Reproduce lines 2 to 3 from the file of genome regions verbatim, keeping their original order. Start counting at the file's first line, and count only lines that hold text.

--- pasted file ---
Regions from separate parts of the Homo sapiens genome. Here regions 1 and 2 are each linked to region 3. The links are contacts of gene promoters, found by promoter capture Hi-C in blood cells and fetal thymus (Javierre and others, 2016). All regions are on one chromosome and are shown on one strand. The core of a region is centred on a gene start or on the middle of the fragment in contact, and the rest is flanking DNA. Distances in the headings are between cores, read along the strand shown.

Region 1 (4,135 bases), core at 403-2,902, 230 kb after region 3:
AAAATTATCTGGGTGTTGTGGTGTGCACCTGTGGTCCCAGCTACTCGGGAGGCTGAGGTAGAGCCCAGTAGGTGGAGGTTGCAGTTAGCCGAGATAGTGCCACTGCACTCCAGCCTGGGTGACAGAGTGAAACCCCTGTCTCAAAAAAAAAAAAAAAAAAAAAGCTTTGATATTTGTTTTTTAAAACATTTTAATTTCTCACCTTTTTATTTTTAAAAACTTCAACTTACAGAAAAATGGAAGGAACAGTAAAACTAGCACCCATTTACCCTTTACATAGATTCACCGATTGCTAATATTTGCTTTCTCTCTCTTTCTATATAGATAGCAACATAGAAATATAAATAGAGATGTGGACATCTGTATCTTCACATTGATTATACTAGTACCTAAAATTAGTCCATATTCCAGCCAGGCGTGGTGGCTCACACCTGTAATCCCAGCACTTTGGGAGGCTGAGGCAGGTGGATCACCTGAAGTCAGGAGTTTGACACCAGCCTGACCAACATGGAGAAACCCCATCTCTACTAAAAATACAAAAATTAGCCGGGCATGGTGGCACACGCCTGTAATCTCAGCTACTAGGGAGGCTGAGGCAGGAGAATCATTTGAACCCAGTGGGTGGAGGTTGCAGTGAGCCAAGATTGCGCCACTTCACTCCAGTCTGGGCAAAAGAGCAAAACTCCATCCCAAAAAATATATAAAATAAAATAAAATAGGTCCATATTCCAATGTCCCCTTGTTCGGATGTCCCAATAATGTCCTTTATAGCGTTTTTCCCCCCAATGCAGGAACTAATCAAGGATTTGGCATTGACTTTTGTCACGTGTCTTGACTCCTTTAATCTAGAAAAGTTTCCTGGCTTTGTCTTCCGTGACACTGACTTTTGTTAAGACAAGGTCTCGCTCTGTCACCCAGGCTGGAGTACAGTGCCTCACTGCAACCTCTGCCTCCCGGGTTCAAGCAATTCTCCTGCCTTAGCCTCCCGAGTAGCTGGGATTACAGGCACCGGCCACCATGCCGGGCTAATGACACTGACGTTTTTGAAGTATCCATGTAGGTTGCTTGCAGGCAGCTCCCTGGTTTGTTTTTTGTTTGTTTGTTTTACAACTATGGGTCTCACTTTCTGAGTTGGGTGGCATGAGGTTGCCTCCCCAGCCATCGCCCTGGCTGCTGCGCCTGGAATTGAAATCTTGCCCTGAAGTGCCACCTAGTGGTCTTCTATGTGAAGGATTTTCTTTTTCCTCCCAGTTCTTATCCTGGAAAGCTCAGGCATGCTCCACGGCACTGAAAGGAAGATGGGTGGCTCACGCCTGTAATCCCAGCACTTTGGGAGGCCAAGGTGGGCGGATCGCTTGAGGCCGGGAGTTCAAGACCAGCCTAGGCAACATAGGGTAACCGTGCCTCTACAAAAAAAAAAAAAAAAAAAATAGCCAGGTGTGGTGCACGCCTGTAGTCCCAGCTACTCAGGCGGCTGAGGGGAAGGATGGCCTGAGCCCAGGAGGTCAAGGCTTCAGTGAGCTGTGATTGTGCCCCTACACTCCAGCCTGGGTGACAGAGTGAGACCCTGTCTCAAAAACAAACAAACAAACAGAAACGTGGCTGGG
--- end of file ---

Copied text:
Region 1 (4,135 bases), core at 403-2,902, 230 kb after region 3:
AAAATTATCTGGGTGTTGTGGTGTGCACCTGTGGTCCCAGCTACTCGGGAGGCTGAGGTAGAGCCCAGTAGGTGGAGGTTGCAGTTAGCCGAGATAGTGCCACTGCACTCCAGCCTGGGTGACAGAGTGAAACCCCTGTCTCAAAAAAAAAAAAAAAAAAAAAGCTTTGATATTTGTTTTTTAAAACATTTTAATTTCTCACCTTTTTATTTTTAAAAACTTCAACTTACAGAAAAATGGAAGGAACAGTAAAACTAGCACCCATTTACCCTTTACATAGATTCACCGATTGCTAATATTTGCTTTCTCTCTCTTTCTATATAGATAGCAACATAGAAATATAAATAGAGATGTGGACATCTGTATCTTCACATTGATTATACTAGTACCTAAAATTAGTCCATATTCCAGCCAGGCGTGGTGGCTCACACCTGTAATCCCAGCACTTTGGGAGGCTGAGGCAGGTGGATCACCTGAAGTCAGGAGTTTGACACCAGCCTGACCAACATGGAGAAACCCCATCTCTACTAAAAATACAAAAATTAGCCGGGCATGGTGGCACACGCCTGTAATCTCAGCTACTAGGGAGGCTGAGGCAGGAGAATCATTTGAACCCAGTGGGTGGAGGTTGCAGTGAGCCAAGATTGCGCCACTTCACTCCAGTCTGGGCAAAAGAGCAAAACTCCATCCCAAAAAATATATAAAATAAAATAAAATAGGTCCATATTCCAATGTCCCCTTGTTCGGATGTCCCAATAATGTCCTTTATAGCGTTTTTCCCCCCAATGCAGGAACTAATCAAGGATTTGGCATTGACTTTTGTCACGTGTCTTGACTCCTTTAATCTAGAAAAGTTTCCTGGCTTTGTCTTCCGTGACACTGACTTTTGTTAAGACAAGGTCTCGCTCTGTCACCCAGGCTGGAGTACAGTGCCTCACTGCAACCTCTGCCTCCCGGGTTCAAGCAATTCTCCTGCCTTAGCCTCCCGAGTAGCTGGGATTACAGGCACCGGCCACCATGCCGGGCTAATGACACTGACGTTTTTGAAGTATCCATGTAGGTTGCTTGCAGGCAGCTCCCTGGTTTGTTTTTTGTTTGTTTGTTTTACAACTATGGGTCTCACTTTCTGAGTTGGGTGGCATGAGGTTGCCTCCCCAGCCATCGCCCTGGCTGCTGCGCCTGGAATTGAAATCTTGCCCTGAAGTGCCACCTAGTGGTCTTCTATGTGAAGGATTTTCTTTTTCCTCCCAGTTCTTATCCTGGAAAGCTCAGGCATGCTCCACGGCACTGAAAGGAAGATGGGTGGCTCACGCCTGTAATCCCAGCACTTTGGGAGGCCAAGGTGGGCGGATCGCTTGAGGCCGGGAGTTCAAGACCAGCCTAGGCAACATAGGGTAACCGTGCCTCTACAAAAAAAAAAAAAAAAAAAATAGCCAGGTGTGGTGCACGCCTGTAGTCCCAGCTACTCAGGCGGCTGAGGGGAAGGATGGCCTGAGCCCAGGAGGTCAAGGCTTCAGTGAGCTGTGATTGTGCCCCTACACTCCAGCCTGGGTGACAGAGTGAGACCCTGTCTCAAAAACAAACAAACAAACAGAAACGTGGCTGGG